The transition to autonomous vehicles also faces the uncertainty of road space shared by conventional and driverless vehicles.

James Dalton, director, general insurance policy at the Association of British Insurers, asked how other road users will react to the concept of cars without a driver in control.

Will the situation arise where the driver of a conventional car has to buy third party liability insurance, but the driver of an autonomous vehicle does not because the manufacturer carries the risk, he said.

At present there is no consensus between manufacturers on who is responsible for a vehicle when it is motoring under its own control, with some insisting the driver must still supervise progress as a pilot surveys the instruments when a plane flies on autopilot.

“There cannot be different treatments or different rules for each brand,” said Dalton.

ACFO chairman John Pryor said fleets would welcome new technology that would save them cost and mitigate their risks, but he added that it was premature to formulate a response to the consultation document before publication.

He also raised the issue of data ownership and protection, which will need to be resolved if vehicles are to be fitted with black box recorders to identify when they are being driven and when they are in driverless mode.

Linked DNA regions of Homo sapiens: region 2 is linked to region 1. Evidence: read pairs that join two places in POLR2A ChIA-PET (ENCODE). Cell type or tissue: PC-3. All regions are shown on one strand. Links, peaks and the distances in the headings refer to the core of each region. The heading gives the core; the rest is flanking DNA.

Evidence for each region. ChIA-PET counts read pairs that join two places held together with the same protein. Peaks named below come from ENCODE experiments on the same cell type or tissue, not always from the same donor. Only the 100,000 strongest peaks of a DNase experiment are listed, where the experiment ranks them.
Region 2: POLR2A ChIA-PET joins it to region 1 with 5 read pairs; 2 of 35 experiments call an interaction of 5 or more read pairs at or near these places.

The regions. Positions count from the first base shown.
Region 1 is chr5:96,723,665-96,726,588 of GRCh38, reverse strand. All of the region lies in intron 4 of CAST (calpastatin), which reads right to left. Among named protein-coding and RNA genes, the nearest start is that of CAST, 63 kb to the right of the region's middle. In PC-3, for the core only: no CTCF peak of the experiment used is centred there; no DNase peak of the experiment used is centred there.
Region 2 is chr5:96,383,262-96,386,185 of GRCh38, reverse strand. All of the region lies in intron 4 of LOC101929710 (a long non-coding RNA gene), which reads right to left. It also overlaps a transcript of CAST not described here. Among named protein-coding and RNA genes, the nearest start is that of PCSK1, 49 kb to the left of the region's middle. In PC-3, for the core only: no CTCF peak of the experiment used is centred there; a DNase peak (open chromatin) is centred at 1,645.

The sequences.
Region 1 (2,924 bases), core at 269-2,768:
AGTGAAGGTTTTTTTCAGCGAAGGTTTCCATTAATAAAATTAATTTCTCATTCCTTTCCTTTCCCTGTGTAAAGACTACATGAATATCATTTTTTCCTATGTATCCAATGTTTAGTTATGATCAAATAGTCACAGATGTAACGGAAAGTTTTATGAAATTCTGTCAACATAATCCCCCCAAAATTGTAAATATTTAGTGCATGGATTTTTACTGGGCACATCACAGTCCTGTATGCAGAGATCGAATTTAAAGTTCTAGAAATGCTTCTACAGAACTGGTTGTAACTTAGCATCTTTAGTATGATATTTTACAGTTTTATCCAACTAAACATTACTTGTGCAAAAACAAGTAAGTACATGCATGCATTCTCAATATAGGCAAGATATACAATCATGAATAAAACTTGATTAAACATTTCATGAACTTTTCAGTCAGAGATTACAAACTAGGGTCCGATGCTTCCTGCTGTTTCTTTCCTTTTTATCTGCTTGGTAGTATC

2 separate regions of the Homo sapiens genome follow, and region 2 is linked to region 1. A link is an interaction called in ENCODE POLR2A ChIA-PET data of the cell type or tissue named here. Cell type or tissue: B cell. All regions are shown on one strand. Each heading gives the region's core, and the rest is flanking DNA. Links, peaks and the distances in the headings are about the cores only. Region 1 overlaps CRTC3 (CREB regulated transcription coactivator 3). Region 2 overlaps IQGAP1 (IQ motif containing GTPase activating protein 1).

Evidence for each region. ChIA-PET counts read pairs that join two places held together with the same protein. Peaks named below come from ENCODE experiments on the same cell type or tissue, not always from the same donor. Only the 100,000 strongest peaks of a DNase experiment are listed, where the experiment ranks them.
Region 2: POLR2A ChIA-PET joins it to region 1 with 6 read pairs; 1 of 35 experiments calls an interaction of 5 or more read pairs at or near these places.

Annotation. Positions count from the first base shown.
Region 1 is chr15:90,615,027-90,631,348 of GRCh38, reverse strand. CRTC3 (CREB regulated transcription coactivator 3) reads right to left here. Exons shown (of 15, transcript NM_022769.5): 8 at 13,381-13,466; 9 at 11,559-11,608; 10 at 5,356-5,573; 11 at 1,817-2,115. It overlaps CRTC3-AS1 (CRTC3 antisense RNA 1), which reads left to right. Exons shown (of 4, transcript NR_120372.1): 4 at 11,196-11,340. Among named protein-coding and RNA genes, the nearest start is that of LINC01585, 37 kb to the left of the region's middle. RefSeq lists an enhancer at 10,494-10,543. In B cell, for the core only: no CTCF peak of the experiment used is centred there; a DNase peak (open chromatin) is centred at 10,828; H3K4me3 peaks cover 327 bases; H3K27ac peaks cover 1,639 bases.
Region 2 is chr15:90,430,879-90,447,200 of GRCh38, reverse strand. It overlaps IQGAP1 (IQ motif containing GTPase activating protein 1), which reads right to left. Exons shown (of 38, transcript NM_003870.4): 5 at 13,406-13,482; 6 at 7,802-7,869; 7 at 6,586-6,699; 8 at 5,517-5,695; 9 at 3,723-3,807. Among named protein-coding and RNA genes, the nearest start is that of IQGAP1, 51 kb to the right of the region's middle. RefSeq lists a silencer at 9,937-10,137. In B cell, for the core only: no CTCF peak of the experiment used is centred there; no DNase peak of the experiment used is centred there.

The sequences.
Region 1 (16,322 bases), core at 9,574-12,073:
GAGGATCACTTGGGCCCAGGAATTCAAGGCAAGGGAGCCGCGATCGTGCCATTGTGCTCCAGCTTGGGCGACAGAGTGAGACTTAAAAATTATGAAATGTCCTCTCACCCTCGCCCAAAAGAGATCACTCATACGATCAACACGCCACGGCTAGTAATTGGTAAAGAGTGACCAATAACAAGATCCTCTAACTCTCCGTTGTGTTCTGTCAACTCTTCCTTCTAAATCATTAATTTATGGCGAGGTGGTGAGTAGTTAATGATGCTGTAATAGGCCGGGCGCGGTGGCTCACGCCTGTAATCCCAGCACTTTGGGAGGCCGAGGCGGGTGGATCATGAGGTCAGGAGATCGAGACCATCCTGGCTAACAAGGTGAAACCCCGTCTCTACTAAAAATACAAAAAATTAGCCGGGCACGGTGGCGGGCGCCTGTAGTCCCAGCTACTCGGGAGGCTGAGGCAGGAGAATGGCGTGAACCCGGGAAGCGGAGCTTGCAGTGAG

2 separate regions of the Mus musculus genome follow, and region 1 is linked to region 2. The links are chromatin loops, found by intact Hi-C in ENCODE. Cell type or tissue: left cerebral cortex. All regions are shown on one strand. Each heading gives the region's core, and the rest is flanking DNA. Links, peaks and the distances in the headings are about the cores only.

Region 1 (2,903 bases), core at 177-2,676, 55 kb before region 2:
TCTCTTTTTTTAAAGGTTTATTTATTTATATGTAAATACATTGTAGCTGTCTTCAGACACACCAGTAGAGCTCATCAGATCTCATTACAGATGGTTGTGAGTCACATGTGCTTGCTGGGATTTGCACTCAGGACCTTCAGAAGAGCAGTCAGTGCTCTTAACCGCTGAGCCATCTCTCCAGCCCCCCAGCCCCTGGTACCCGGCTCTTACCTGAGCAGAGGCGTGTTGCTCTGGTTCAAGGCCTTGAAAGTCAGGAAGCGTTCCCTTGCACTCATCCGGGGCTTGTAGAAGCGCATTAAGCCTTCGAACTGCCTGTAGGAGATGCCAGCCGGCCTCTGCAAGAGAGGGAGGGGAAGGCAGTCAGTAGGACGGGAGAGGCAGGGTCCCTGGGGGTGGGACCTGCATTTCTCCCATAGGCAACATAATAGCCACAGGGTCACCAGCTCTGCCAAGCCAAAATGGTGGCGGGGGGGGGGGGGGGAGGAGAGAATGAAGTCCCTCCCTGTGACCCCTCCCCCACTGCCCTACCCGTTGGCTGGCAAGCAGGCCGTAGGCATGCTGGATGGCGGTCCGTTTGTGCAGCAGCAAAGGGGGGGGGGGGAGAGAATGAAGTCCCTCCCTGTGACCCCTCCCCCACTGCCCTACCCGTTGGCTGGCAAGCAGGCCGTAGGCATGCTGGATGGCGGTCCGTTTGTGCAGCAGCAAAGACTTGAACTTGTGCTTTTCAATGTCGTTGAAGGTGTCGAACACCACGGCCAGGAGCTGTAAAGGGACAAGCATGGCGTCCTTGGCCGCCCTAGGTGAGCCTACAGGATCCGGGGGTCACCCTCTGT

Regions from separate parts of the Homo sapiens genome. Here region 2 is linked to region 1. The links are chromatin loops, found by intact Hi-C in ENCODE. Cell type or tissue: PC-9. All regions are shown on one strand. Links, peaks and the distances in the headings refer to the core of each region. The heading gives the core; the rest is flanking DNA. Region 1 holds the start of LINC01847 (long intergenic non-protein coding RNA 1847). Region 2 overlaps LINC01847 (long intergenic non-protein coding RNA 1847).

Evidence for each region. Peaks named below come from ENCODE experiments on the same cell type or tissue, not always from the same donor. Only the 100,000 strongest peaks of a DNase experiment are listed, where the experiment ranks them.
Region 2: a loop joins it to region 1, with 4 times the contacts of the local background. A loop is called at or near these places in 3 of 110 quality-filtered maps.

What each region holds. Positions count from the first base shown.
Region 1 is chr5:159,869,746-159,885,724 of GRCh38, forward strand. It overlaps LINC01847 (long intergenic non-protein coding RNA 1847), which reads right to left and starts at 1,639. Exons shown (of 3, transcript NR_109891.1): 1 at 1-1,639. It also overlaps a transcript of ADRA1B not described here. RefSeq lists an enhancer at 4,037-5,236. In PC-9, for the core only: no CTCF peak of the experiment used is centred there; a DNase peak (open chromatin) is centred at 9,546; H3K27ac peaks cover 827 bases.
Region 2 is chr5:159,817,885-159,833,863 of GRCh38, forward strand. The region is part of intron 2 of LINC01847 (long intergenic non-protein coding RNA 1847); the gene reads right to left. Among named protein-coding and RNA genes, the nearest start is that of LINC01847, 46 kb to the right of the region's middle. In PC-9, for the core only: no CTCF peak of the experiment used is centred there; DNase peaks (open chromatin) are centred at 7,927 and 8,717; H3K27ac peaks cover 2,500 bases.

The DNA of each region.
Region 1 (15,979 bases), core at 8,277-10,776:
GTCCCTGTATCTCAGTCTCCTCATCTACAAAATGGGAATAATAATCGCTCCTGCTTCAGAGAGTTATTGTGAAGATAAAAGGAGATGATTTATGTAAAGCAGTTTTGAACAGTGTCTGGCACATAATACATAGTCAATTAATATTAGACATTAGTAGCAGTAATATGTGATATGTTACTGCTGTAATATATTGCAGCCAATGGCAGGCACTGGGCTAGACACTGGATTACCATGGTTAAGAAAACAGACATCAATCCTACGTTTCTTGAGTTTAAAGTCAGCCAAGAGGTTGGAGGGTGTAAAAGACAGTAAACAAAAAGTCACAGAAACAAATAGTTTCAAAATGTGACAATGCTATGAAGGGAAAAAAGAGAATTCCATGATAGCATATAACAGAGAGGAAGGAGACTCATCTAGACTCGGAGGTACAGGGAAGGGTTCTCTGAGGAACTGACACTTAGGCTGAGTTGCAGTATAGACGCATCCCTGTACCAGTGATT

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  • Edward Handley - 21/05/2016 17:51

    Volvo are being very brave saying they will take responsibility for their driverless cars when they are in autonomous mode, but will other manufacturers have the nerve to follow suit? If there is a collision between an driverless car and one driven by a human, I suspect the human will be expected to prove that it was the autonomous car's fault, which will be a hard task given that they will be challenging a major motor manufacturer, and quite probably with no backing from their own insurer. It will also be interesting to see how the manufacturers view the second hand market. Will they extend their guarantees to second or third owners, or will they leave them to fend for themselves with a car which it may be impossible to get insurance for? Will the manufacturers still guarantee/insure their products if they are services by 3rd parties, or are fitted with replacement parts what were not supplied by the OE chain? Given the very rapid changes in technology, especially software, will owners suddenly find that their cars are "no longer supported" in the same way that old, but perfectly adequate and functional, laptops running on XP and Vista are no longer supported, forcing owners to upgrade or replace at significant cost? Hmm - I think I know which way that one is going to go.

  • Gilberto - 23/05/2016 11:11

    I just think this whole area is a minefield. How secure is the car, can the software be hacked and accidents caused ...? I'm not sure this will be for me, I'll keep my destiny in my own hands, but I can't control the cars around me ! No doubt the stats will prove its safer, but too many variables for me.